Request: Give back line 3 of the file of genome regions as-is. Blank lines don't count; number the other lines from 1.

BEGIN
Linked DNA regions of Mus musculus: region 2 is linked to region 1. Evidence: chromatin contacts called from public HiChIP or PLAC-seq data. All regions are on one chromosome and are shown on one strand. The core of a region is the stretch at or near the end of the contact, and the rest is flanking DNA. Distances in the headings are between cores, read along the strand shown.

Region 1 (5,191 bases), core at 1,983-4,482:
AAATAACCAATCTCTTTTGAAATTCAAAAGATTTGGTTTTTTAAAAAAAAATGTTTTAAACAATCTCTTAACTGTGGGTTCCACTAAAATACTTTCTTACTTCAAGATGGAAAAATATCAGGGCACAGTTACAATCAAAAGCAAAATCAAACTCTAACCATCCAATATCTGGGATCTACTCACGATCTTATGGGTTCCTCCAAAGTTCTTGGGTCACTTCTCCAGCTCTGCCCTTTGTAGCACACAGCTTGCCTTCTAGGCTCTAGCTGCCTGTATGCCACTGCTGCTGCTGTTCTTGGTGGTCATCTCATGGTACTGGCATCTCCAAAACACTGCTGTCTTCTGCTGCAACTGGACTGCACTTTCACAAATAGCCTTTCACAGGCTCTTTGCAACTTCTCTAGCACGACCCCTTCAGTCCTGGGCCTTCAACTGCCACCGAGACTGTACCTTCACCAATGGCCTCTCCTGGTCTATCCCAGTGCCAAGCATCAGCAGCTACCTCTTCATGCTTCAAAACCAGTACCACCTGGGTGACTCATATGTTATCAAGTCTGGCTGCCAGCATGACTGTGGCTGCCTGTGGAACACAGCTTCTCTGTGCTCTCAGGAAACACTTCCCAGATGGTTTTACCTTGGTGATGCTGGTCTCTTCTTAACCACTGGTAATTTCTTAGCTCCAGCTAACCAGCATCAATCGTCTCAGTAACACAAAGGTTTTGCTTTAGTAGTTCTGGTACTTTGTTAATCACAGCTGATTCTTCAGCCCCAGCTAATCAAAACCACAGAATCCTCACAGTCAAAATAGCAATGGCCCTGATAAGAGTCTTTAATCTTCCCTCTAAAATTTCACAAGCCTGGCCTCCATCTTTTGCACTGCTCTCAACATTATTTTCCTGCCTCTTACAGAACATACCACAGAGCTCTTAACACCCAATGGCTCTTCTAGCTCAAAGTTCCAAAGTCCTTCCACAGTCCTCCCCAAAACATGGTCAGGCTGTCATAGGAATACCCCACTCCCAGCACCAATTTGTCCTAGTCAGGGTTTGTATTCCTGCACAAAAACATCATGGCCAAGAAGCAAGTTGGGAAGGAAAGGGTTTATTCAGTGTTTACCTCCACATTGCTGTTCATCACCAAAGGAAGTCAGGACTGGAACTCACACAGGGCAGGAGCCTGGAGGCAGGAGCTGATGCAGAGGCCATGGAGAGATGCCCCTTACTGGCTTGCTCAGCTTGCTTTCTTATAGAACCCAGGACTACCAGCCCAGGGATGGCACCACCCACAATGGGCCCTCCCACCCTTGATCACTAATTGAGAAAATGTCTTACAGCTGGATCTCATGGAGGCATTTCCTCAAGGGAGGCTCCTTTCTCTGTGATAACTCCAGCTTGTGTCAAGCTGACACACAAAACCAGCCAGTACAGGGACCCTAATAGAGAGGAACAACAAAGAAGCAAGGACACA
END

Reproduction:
AAATAACCAATCTCTTTTGAAATTCAAAAGATTTGGTTTTTTAAAAAAAAATGTTTTAAACAATCTCTTAACTGTGGGTTCCACTAAAATACTTTCTTACTTCAAGATGGAAAAATATCAGGGCACAGTTACAATCAAAAGCAAAATCAAACTCTAACCATCCAATATCTGGGATCTACTCACGATCTTATGGGTTCCTCCAAAGTTCTTGGGTCACTTCTCCAGCTCTGCCCTTTGTAGCACACAGCTTGCCTTCTAGGCTCTAGCTGCCTGTATGCCACTGCTGCTGCTGTTCTTGGTGGTCATCTCATGGTACTGGCATCTCCAAAACACTGCTGTCTTCTGCTGCAACTGGACTGCACTTTCACAAATAGCCTTTCACAGGCTCTTTGCAACTTCTCTAGCACGACCCCTTCAGTCCTGGGCCTTCAACTGCCACCGAGACTGTACCTTCACCAATGGCCTCTCCTGGTCTATCCCAGTGCCAAGCATCAGCAGCTACCTCTTCATGCTTCAAAACCAGTACCACCTGGGTGACTCATATGTTATCAAGTCTGGCTGCCAGCATGACTGTGGCTGCCTGTGGAACACAGCTTCTCTGTGCTCTCAGGAAACACTTCCCAGATGGTTTTACCTTGGTGATGCTGGTCTCTTCTTAACCACTGGTAATTTCTTAGCTCCAGCTAACCAGCATCAATCGTCTCAGTAACACAAAGGTTTTGCTTTAGTAGTTCTGGTACTTTGTTAATCACAGCTGATTCTTCAGCCCCAGCTAATCAAAACCACAGAATCCTCACAGTCAAAATAGCAATGGCCCTGATAAGAGTCTTTAATCTTCCCTCTAAAATTTCACAAGCCTGGCCTCCATCTTTTGCACTGCTCTCAACATTATTTTCCTGCCTCTTACAGAACATACCACAGAGCTCTTAACACCCAATGGCTCTTCTAGCTCAAAGTTCCAAAGTCCTTCCACAGTCCTCCCCAAAACATGGTCAGGCTGTCATAGGAATACCCCACTCCCAGCACCAATTTGTCCTAGTCAGGGTTTGTATTCCTGCACAAAAACATCATGGCCAAGAAGCAAGTTGGGAAGGAAAGGGTTTATTCAGTGTTTACCTCCACATTGCTGTTCATCACCAAAGGAAGTCAGGACTGGAACTCACACAGGGCAGGAGCCTGGAGGCAGGAGCTGATGCAGAGGCCATGGAGAGATGCCCCTTACTGGCTTGCTCAGCTTGCTTTCTTATAGAACCCAGGACTACCAGCCCAGGGATGGCACCACCCACAATGGGCCCTCCCACCCTTGATCACTAATTGAGAAAATGTCTTACAGCTGGATCTCATGGAGGCATTTCCTCAAGGGAGGCTCCTTTCTCTGTGATAACTCCAGCTTGTGTCAAGCTGACACACAAAACCAGCCAGTACAGGGACCCTAATAGAGAGGAACAACAAAGAAGCAAGGACACA